iPrimus to launch “naked” broadband

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iPrimus to launch “naked” broadband

iPrimus is set to join other ISPs offering a way out for Internet users sick of line rental charges.

iPrimus will begin offering Internet plans in February that don’t require line-rental charges, said marketing manager Andrew Sims. He said the entry level "naked DSL" plans will cost less than $50.

The telco joins several ISPs already offering or that have reportedly announced plans to offer naked DSL, including iiNet, Internode, Exetel, Adam Internet, Amnet, and TPG.

Sims predicted the service would become popular as more customers decide to switch to VOIP or mobile phones for calls.

"Absolutely, there’s a lot of customers out there saying they don’t want to pay the line rental. We’re seeing a huge shift in fixed line traffic to mobile," he said.

iPrimus already has a "few hundred" residential customers testing the service. "We were actually the first to market and have been doing naked DSL since about 2000 with our business customers,” Sims said.

While iiNet has bundled VOIP with its naked DSL service, iPrimus will initially allow customers to signup to naked DSL without VOIP.

Internode is also gearing up to launch naked DSL in "late February or early March", managing director Simon Hackett said. "We’re quite close to release. We expect to see our first naked DSL service come out sometime in the next month or so."

Like iPrimus, Internode will also offer the option of an Internet-only plan without VOIP. This will be followed later by a voice and data bundle.

"The bundles we’re seeing often include a VOIP service. There’s nothing wrong with that, but the feedback we’ve got indicated some people just want the megabits," Hackett said.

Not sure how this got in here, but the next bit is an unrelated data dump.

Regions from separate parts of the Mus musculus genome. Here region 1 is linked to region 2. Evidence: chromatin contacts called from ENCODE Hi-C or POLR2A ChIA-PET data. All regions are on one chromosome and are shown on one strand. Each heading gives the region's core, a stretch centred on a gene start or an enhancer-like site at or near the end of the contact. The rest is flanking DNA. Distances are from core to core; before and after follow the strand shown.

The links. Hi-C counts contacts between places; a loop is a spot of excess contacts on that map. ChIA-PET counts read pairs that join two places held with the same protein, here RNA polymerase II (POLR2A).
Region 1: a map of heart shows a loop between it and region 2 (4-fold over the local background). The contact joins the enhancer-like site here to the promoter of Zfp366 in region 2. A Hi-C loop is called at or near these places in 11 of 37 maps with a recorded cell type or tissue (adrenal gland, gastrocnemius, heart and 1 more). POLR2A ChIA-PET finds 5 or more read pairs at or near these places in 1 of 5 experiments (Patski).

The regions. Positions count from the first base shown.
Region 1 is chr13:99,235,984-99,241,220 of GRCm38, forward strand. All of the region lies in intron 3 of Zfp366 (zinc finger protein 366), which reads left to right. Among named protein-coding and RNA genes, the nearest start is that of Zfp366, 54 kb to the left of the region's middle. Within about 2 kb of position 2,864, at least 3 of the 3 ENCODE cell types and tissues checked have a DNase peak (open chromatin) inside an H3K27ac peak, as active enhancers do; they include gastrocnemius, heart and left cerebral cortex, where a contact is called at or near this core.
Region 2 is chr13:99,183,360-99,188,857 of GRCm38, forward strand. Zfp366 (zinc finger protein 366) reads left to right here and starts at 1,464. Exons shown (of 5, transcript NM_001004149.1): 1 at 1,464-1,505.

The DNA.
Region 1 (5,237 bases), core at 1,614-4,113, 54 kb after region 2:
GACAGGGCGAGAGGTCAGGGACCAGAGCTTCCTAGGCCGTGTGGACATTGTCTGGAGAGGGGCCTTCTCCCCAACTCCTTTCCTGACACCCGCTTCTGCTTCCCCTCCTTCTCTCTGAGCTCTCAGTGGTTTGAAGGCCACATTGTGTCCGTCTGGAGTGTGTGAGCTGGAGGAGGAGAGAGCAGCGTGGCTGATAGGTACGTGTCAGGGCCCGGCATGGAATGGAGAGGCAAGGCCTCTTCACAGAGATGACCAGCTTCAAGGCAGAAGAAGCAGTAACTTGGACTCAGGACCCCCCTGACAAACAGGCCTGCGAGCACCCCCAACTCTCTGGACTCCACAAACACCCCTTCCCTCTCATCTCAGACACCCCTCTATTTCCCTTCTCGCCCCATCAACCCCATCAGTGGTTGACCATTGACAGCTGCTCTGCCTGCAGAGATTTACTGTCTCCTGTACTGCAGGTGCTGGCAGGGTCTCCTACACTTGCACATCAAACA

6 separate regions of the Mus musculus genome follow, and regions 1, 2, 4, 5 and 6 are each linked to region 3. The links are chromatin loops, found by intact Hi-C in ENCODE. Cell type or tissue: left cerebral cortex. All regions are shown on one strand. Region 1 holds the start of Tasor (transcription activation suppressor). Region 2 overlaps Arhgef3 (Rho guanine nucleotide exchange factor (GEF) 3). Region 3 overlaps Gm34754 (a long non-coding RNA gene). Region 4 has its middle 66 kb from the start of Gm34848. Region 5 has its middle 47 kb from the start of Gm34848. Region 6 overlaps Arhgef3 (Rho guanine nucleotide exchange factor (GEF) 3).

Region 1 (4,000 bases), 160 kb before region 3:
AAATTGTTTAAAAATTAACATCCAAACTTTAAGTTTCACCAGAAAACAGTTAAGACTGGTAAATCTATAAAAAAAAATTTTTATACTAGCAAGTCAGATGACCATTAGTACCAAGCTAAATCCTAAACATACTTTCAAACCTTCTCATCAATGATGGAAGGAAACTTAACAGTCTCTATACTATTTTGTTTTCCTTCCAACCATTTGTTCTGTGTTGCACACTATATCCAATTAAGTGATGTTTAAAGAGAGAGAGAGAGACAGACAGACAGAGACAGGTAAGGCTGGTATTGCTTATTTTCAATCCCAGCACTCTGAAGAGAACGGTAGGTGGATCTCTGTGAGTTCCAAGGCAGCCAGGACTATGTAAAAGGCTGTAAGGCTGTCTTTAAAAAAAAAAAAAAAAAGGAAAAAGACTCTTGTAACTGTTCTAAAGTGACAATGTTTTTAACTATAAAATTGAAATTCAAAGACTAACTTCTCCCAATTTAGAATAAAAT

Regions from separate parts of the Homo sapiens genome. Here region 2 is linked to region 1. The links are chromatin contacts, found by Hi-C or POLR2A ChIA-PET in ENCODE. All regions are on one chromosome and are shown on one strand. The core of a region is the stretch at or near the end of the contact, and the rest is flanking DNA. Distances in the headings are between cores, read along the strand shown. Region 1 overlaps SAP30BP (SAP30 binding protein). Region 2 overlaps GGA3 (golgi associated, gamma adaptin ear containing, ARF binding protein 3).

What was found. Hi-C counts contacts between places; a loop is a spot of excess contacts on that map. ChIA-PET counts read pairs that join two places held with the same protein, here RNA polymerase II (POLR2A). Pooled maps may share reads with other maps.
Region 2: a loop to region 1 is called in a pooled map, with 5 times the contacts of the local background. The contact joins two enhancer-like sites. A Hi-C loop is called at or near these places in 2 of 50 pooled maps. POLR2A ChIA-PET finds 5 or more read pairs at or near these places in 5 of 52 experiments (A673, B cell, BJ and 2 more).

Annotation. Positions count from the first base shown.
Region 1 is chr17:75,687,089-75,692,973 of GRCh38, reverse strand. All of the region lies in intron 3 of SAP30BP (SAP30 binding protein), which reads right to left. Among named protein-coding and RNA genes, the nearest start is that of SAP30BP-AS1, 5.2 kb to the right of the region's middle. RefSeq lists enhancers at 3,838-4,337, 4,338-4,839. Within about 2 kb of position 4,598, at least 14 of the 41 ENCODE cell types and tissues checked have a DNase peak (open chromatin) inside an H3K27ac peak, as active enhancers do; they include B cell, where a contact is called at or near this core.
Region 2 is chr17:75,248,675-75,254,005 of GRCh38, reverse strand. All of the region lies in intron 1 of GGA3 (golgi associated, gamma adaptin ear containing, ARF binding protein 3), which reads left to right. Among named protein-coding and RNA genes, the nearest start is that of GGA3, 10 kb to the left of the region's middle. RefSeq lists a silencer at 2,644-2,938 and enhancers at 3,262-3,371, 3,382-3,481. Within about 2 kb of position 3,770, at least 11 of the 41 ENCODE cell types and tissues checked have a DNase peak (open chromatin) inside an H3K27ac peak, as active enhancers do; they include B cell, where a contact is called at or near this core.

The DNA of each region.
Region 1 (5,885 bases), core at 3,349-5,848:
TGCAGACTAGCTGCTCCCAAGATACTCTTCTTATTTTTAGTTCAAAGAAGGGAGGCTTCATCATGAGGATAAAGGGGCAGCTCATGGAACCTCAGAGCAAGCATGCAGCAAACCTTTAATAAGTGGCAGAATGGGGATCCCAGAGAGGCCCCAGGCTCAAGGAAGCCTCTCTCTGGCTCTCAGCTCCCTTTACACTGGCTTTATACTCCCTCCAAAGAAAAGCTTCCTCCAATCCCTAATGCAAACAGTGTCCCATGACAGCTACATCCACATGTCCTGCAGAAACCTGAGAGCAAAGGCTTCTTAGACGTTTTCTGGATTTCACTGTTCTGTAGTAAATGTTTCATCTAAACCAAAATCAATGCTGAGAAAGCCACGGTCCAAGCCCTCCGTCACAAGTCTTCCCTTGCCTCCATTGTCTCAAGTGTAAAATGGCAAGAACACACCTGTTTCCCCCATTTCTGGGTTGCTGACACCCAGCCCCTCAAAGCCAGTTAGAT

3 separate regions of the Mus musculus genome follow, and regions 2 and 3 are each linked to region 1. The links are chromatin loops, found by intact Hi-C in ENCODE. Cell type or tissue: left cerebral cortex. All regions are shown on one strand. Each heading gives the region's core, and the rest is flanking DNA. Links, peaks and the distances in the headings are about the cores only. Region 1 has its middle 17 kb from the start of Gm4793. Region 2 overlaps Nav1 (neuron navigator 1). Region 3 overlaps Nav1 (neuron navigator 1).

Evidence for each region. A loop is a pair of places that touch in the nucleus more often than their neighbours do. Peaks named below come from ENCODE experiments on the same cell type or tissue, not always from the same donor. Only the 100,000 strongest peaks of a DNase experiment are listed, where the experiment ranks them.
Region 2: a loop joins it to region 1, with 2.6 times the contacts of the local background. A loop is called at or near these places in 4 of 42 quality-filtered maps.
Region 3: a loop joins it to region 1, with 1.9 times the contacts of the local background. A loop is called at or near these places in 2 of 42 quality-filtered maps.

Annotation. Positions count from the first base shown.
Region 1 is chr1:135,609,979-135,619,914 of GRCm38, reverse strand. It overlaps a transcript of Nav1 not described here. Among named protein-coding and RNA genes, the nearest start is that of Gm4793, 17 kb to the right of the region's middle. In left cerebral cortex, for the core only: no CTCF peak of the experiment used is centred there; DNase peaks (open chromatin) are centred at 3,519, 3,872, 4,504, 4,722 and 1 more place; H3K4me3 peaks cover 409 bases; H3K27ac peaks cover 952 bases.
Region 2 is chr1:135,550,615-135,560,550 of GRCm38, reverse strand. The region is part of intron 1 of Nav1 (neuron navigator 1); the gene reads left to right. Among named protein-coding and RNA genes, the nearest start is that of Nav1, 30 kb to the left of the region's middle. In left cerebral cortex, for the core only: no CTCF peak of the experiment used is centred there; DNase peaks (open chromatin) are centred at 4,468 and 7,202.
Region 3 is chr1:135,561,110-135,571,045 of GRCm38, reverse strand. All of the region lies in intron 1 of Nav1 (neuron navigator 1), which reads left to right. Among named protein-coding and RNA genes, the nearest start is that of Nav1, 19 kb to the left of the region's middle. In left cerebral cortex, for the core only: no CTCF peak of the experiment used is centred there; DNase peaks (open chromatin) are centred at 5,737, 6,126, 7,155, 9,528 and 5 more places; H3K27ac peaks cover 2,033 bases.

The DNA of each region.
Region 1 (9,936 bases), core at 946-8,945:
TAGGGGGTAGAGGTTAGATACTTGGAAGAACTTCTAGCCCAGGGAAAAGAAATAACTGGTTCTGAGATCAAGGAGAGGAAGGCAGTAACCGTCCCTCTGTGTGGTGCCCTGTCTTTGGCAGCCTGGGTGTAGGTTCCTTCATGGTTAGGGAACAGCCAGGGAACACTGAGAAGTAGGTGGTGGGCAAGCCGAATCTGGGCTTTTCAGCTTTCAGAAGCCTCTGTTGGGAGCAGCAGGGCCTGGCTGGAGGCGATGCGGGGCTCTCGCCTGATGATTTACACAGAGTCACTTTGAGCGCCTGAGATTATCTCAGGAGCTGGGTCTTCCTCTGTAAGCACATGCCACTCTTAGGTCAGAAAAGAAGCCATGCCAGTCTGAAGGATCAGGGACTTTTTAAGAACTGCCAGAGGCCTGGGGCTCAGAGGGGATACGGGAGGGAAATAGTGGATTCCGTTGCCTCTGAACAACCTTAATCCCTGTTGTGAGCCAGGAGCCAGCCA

The Internode rollout is significant because the ISP will initially be using Optus-equipped telephone exchanges, increasing the potential number of customers that will have access to Internode's naked DSL.

"The reason is to get it out there in a hurry,” Hackett said. "The Optus rollout I think has more than 300 exchanges already, so it’s a big jump in coverage for our customers in terms of ADSL2+ availability. It doesn’t mean we’ve decided to stop doing our own, it just means we can get a bigger footprint."

South Australian ISP Adam Internet has about 100 people testing naked DSL and is hoping to launch its service by the end of February, said managing director Scott Hicks.

Hicks said Adam's naked DSL would be "roughly ten dollars more expensive than all of our current ADLS2 plans," but would also include VOIP.

He said had been some delays getting brand new naked DSL service provisioned where there was no dial tone previously. "That's been the big holdup and why it’s been delayed up till this point," he said.

"Offering naked DSL is something you can’t walk into and expect to be offering in 3 months time. I think you’ll find all the major carriers will get their systems ironed out and all be offering it within the next 6 months."

Exetel also launched naked DSL late last year. CEO John Linton said he expected a significant proportion of Exetel’s new customers to signup for naked DSL.

"We would expect it to become 85% of all ADSL2 applications within six months as the remaining users who have doubts about VoIP have their fears allayed," he said.

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